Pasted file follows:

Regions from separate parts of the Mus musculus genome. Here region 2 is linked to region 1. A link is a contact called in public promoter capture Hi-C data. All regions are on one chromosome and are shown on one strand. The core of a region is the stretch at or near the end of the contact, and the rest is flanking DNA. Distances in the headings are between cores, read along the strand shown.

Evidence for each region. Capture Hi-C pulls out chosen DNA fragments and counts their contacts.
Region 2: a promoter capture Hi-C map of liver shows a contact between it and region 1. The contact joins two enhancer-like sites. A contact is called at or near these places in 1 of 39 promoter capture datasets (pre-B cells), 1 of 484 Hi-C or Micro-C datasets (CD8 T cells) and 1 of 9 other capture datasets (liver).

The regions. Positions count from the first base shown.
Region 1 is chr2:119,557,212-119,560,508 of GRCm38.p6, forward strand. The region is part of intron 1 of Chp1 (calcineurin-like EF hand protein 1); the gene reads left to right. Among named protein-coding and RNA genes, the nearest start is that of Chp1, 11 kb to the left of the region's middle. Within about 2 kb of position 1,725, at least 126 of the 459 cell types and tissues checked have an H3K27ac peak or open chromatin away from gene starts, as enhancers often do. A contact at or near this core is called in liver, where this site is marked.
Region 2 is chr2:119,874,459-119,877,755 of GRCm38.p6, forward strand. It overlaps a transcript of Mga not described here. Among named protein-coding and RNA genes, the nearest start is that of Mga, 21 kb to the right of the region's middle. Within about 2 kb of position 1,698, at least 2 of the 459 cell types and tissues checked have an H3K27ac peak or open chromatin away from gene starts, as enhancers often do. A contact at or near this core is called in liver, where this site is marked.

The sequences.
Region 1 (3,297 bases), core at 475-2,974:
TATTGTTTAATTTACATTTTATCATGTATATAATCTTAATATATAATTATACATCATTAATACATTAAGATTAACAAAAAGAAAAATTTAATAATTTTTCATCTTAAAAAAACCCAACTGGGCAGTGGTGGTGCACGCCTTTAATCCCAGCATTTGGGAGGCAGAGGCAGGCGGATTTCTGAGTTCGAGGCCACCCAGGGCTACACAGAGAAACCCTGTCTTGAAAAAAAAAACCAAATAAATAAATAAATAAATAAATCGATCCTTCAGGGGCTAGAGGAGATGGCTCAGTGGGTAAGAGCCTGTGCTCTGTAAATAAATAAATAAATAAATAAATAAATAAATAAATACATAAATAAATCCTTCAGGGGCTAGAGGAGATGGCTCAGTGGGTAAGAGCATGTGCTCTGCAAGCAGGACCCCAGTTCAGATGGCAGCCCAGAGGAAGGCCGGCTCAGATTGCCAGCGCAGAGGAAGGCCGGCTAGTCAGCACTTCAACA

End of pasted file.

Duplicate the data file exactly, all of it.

Regions from separate parts of the Mus musculus genome. Here region 2 is linked to region 1. A link is a contact called in public promoter capture Hi-C data. All regions are on one chromosome and are shown on one strand. The core of a region is the stretch at or near the end of the contact, and the rest is flanking DNA. Distances in the headings are between cores, read along the strand shown.

Evidence for each region. Capture Hi-C pulls out chosen DNA fragments and counts their contacts.
Region 2: a promoter capture Hi-C map of liver shows a contact between it and region 1. The contact joins two enhancer-like sites. A contact is called at or near these places in 1 of 39 promoter capture datasets (pre-B cells), 1 of 484 Hi-C or Micro-C datasets (CD8 T cells) and 1 of 9 other capture datasets (liver).

The regions. Positions count from the first base shown.
Region 1 is chr2:119,557,212-119,560,508 of GRCm38.p6, forward strand. The region is part of intron 1 of Chp1 (calcineurin-like EF hand protein 1); the gene reads left to right. Among named protein-coding and RNA genes, the nearest start is that of Chp1, 11 kb to the left of the region's middle. Within about 2 kb of position 1,725, at least 126 of the 459 cell types and tissues checked have an H3K27ac peak or open chromatin away from gene starts, as enhancers often do. A contact at or near this core is called in liver, where this site is marked.
Region 2 is chr2:119,874,459-119,877,755 of GRCm38.p6, forward strand. It overlaps a transcript of Mga not described here. Among named protein-coding and RNA genes, the nearest start is that of Mga, 21 kb to the right of the region's middle. Within about 2 kb of position 1,698, at least 2 of the 459 cell types and tissues checked have an H3K27ac peak or open chromatin away from gene starts, as enhancers often do. A contact at or near this core is called in liver, where this site is marked.

The sequences.
Region 1 (3,297 bases), core at 475-2,974:
TATTGTTTAATTTACATTTTATCATGTATATAATCTTAATATATAATTATACATCATTAATACATTAAGATTAACAAAAAGAAAAATTTAATAATTTTTCATCTTAAAAAAACCCAACTGGGCAGTGGTGGTGCACGCCTTTAATCCCAGCATTTGGGAGGCAGAGGCAGGCGGATTTCTGAGTTCGAGGCCACCCAGGGCTACACAGAGAAACCCTGTCTTGAAAAAAAAAACCAAATAAATAAATAAATAAATAAATCGATCCTTCAGGGGCTAGAGGAGATGGCTCAGTGGGTAAGAGCCTGTGCTCTGTAAATAAATAAATAAATAAATAAATAAATAAATAAATACATAAATAAATCCTTCAGGGGCTAGAGGAGATGGCTCAGTGGGTAAGAGCATGTGCTCTGCAAGCAGGACCCCAGTTCAGATGGCAGCCCAGAGGAAGGCCGGCTCAGATTGCCAGCGCAGAGGAAGGCCGGCTAGTCAGCACTTCAACA